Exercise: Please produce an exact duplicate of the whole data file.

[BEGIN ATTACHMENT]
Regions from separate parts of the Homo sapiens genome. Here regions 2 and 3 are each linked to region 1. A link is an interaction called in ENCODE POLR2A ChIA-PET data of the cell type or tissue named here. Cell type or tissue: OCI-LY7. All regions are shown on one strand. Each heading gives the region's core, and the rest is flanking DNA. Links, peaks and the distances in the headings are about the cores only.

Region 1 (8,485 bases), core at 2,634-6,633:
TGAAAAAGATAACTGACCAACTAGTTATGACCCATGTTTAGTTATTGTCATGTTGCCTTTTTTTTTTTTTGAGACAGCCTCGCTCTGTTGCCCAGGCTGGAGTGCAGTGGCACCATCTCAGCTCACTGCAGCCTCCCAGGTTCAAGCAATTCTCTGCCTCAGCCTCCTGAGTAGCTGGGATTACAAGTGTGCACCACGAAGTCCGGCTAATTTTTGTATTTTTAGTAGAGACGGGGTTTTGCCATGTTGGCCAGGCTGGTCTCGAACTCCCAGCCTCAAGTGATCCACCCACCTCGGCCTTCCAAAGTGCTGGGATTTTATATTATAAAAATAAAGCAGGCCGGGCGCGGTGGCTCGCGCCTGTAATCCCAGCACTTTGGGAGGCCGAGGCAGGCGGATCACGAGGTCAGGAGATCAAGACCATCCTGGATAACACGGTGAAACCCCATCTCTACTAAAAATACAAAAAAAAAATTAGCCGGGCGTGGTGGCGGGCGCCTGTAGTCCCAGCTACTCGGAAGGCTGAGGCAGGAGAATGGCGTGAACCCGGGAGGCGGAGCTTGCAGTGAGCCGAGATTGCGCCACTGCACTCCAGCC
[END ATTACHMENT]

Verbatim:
Regions from separate parts of the Homo sapiens genome. Here regions 2 and 3 are each linked to region 1. A link is an interaction called in ENCODE POLR2A ChIA-PET data of the cell type or tissue named here. Cell type or tissue: OCI-LY7. All regions are shown on one strand. Each heading gives the region's core, and the rest is flanking DNA. Links, peaks and the distances in the headings are about the cores only.

Region 1 (8,485 bases), core at 2,634-6,633:
TGAAAAAGATAACTGACCAACTAGTTATGACCCATGTTTAGTTATTGTCATGTTGCCTTTTTTTTTTTTTGAGACAGCCTCGCTCTGTTGCCCAGGCTGGAGTGCAGTGGCACCATCTCAGCTCACTGCAGCCTCCCAGGTTCAAGCAATTCTCTGCCTCAGCCTCCTGAGTAGCTGGGATTACAAGTGTGCACCACGAAGTCCGGCTAATTTTTGTATTTTTAGTAGAGACGGGGTTTTGCCATGTTGGCCAGGCTGGTCTCGAACTCCCAGCCTCAAGTGATCCACCCACCTCGGCCTTCCAAAGTGCTGGGATTTTATATTATAAAAATAAAGCAGGCCGGGCGCGGTGGCTCGCGCCTGTAATCCCAGCACTTTGGGAGGCCGAGGCAGGCGGATCACGAGGTCAGGAGATCAAGACCATCCTGGATAACACGGTGAAACCCCATCTCTACTAAAAATACAAAAAAAAAATTAGCCGGGCGTGGTGGCGGGCGCCTGTAGTCCCAGCTACTCGGAAGGCTGAGGCAGGAGAATGGCGTGAACCCGGGAGGCGGAGCTTGCAGTGAGCCGAGATTGCGCCACTGCACTCCAGCC